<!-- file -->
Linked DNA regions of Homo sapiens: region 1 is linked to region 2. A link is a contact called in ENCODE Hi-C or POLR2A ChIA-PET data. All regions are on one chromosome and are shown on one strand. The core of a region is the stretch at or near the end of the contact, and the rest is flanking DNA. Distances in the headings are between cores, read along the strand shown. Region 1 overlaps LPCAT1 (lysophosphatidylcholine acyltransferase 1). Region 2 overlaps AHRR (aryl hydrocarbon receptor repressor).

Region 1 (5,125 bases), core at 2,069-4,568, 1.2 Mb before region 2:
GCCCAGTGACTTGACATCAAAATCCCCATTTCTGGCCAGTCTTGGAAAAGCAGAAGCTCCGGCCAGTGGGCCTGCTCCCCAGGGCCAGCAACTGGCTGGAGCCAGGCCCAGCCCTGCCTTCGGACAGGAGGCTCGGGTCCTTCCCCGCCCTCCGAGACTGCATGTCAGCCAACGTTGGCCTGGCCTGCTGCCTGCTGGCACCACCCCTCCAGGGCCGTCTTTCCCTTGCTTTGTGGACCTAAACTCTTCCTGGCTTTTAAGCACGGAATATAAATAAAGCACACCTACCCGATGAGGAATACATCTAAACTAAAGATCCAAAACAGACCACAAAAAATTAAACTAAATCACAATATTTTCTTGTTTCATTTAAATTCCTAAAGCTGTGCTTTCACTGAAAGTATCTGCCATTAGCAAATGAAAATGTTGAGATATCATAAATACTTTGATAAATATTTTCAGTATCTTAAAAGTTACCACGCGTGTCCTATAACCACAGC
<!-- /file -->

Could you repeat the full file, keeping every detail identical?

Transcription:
Linked DNA regions of Homo sapiens: region 1 is linked to region 2. A link is a contact called in ENCODE Hi-C or POLR2A ChIA-PET data. All regions are on one chromosome and are shown on one strand. The core of a region is the stretch at or near the end of the contact, and the rest is flanking DNA. Distances in the headings are between cores, read along the strand shown. Region 1 overlaps LPCAT1 (lysophosphatidylcholine acyltransferase 1). Region 2 overlaps AHRR (aryl hydrocarbon receptor repressor).

Region 1 (5,125 bases), core at 2,069-4,568, 1.2 Mb before region 2:
GCCCAGTGACTTGACATCAAAATCCCCATTTCTGGCCAGTCTTGGAAAAGCAGAAGCTCCGGCCAGTGGGCCTGCTCCCCAGGGCCAGCAACTGGCTGGAGCCAGGCCCAGCCCTGCCTTCGGACAGGAGGCTCGGGTCCTTCCCCGCCCTCCGAGACTGCATGTCAGCCAACGTTGGCCTGGCCTGCTGCCTGCTGGCACCACCCCTCCAGGGCCGTCTTTCCCTTGCTTTGTGGACCTAAACTCTTCCTGGCTTTTAAGCACGGAATATAAATAAAGCACACCTACCCGATGAGGAATACATCTAAACTAAAGATCCAAAACAGACCACAAAAAATTAAACTAAATCACAATATTTTCTTGTTTCATTTAAATTCCTAAAGCTGTGCTTTCACTGAAAGTATCTGCCATTAGCAAATGAAAATGTTGAGATATCATAAATACTTTGATAAATATTTTCAGTATCTTAAAAGTTACCACGCGTGTCCTATAACCACAGC